Concerns over rising COVID-19 infection rates across Minnesota gave way Wednesday to a grim statistic: a spike in deaths.
State health officials reported 29 COVID-19 deaths on Wednesday — the highest one-day total since June.
“This reflects the increase in disease we have been seeing in the community for many weeks, with deaths as a lagging indicator,” said Kris Ehresmann, state infectious disease director at the Minnesota Department of Health. “We should not be surprised if we continue to see the number of deaths from COVID moving forward higher than we have seen in the last months.”
State health officials reported the 29 COVID-19 deaths and 1,214 confirmed infections along with a new category of probable infections based on antigen diagnostic testing.
The state as of Wednesday tallied 115,763 total infections with the novel coronavirus that causes COVID-19 that were confirmed through standard molecular PCR testing and another 180 probable infections verified since Sept. 1 through antigen testing.
The COVID-19 death toll has reached 2,180, including six deaths with probable links to COVID-19 via antigen testing. The death count on Wednesday was the highest single-day total reported by the state since June 4 and was still the highest total since June 12 even if omitting the deaths linked to COVID-19 through antigen testing.
State health officials previously warned that rising infection counts in the late summer would eventually lead to more hospitalizations and deaths. The 487 Minnesotans admitted to hospitals for COVID-19 in the seven-day period ending Oct. 11 was the highest total since the first peak of the pandemic in late May.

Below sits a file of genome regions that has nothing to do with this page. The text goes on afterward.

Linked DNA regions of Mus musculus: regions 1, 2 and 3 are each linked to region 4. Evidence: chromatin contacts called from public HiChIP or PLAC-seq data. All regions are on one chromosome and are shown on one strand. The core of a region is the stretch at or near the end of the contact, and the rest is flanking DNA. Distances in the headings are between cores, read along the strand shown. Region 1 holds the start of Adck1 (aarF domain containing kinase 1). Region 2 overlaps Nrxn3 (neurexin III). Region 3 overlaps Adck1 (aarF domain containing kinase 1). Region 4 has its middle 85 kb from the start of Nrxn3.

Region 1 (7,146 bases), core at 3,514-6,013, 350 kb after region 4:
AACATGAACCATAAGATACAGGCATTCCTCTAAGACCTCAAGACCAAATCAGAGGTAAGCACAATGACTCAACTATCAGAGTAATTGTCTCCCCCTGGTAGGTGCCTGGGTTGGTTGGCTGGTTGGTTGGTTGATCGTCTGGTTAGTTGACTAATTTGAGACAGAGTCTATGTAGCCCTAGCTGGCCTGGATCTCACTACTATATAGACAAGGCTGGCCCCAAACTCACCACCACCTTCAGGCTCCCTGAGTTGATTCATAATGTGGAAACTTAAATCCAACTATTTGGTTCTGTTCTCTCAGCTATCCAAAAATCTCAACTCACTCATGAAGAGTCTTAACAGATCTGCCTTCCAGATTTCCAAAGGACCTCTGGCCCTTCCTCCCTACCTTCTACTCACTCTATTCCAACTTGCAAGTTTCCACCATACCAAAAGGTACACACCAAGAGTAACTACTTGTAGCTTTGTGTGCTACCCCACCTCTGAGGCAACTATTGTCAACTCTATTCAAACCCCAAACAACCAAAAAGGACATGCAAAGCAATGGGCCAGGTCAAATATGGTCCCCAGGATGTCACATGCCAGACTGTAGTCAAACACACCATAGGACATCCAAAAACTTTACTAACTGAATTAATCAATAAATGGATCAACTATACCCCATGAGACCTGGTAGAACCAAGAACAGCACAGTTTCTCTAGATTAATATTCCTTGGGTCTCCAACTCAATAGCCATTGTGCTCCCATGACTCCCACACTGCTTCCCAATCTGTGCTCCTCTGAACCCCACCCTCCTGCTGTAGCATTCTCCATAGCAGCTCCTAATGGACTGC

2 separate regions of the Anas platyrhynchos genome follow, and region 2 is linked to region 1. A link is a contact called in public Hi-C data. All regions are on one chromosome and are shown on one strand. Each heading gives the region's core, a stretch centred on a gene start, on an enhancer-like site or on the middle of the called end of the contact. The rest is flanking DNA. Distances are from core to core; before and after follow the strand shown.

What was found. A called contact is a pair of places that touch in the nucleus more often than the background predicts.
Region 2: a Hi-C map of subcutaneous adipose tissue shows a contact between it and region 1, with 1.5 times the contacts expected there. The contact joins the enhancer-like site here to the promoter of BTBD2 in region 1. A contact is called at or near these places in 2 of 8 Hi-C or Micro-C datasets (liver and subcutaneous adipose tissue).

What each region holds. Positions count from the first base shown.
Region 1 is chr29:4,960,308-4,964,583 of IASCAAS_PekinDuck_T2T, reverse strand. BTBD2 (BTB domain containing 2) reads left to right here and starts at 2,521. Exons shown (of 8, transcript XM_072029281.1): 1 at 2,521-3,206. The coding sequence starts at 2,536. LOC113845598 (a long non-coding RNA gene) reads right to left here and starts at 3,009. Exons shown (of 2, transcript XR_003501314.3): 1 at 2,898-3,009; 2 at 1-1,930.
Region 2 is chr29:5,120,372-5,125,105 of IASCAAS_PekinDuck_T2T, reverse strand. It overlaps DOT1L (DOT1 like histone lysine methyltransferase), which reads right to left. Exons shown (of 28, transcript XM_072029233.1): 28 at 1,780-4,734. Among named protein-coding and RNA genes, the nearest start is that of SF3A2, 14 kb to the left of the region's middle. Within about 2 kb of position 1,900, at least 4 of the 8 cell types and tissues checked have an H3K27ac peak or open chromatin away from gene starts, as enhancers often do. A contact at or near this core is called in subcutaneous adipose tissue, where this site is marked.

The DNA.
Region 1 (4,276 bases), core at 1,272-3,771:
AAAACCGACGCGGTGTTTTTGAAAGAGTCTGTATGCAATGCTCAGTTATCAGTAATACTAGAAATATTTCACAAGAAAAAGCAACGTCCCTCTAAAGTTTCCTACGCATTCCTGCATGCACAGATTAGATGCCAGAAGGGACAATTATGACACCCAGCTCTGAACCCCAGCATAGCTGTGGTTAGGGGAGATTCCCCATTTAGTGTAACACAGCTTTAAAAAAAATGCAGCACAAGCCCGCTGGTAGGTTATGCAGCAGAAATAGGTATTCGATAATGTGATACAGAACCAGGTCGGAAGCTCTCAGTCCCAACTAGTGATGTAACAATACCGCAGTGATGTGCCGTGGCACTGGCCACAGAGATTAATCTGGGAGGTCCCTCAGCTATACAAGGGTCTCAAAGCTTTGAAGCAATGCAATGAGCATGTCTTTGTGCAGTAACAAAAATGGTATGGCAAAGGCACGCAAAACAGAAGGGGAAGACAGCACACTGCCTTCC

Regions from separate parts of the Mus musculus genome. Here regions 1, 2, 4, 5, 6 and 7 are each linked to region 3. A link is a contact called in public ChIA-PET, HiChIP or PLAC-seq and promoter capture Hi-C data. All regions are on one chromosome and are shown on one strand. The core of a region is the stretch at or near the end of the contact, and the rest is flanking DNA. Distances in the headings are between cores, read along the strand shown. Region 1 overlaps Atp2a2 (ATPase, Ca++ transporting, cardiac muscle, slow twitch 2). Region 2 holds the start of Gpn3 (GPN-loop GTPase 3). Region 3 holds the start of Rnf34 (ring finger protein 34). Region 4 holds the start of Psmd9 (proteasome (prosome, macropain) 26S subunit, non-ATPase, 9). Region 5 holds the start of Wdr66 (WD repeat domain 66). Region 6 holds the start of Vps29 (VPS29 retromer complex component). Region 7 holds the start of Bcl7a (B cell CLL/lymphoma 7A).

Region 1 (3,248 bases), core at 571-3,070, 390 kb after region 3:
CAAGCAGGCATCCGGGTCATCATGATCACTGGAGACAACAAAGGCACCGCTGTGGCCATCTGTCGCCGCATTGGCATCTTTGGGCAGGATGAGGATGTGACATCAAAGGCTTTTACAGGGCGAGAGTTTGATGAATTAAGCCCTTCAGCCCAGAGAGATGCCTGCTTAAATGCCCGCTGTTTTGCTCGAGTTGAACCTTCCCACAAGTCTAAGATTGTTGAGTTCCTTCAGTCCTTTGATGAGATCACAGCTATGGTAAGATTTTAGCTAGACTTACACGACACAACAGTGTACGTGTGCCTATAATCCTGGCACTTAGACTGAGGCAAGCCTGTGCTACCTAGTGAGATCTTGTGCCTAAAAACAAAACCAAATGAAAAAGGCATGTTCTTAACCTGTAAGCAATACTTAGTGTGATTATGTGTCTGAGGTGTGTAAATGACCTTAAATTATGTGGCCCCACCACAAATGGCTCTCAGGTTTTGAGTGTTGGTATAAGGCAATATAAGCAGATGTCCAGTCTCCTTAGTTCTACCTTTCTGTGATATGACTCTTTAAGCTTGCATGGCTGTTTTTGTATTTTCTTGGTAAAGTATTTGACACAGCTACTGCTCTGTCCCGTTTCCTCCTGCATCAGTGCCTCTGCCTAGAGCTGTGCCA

On Wednesday, Dr. Priya Sampathkumar, an infectious disease physician at Mayo Clinic, took a close look at the data and noted the recent increase in infections may be a result of more testing. But an uptick in hospitalizations means these cases are more severe, she said.
“And the fact that we’re seeing more deaths is concerning. It means we’re having more of a problem than would be indicated by increased testing,” Sampathkumar said. “But I think we need to give it a couple more days to see if this trend continues.”
An awareness about the rise in cases might prompt people — especially those who’ve grown weary of COVID-19 and the restrictions to stop its spread — to be more cautious, avoid crowds and diligently wear masks especially as cold weather drives more people indoors, she said.
“Being exposed to someone with COVID indoors increases the chance that transmission will happen,” Sampathkumar said.
Among the 23 deaths with demographic information available, 12 involved people who lived in private residences while 11 involved people who lived in long-term care or assisted-living facilities. Residents of such facilities still make up 70% of all COVID-19 deaths in Minnesota, but that was mostly due to a disparity in the spring. Broader community spread of the virus has resulted in an even split of deaths between such facilities and private residences since that time.
The 23 deaths included people from 15 Minnesota counties. All were older than 50 and 18 were older than 70.
People 70 and older make up 80% of all COVID-19 deaths so far in Minnesota and remain at elevated risk along with people who have chronic health conditions such as diabetes or heart disease.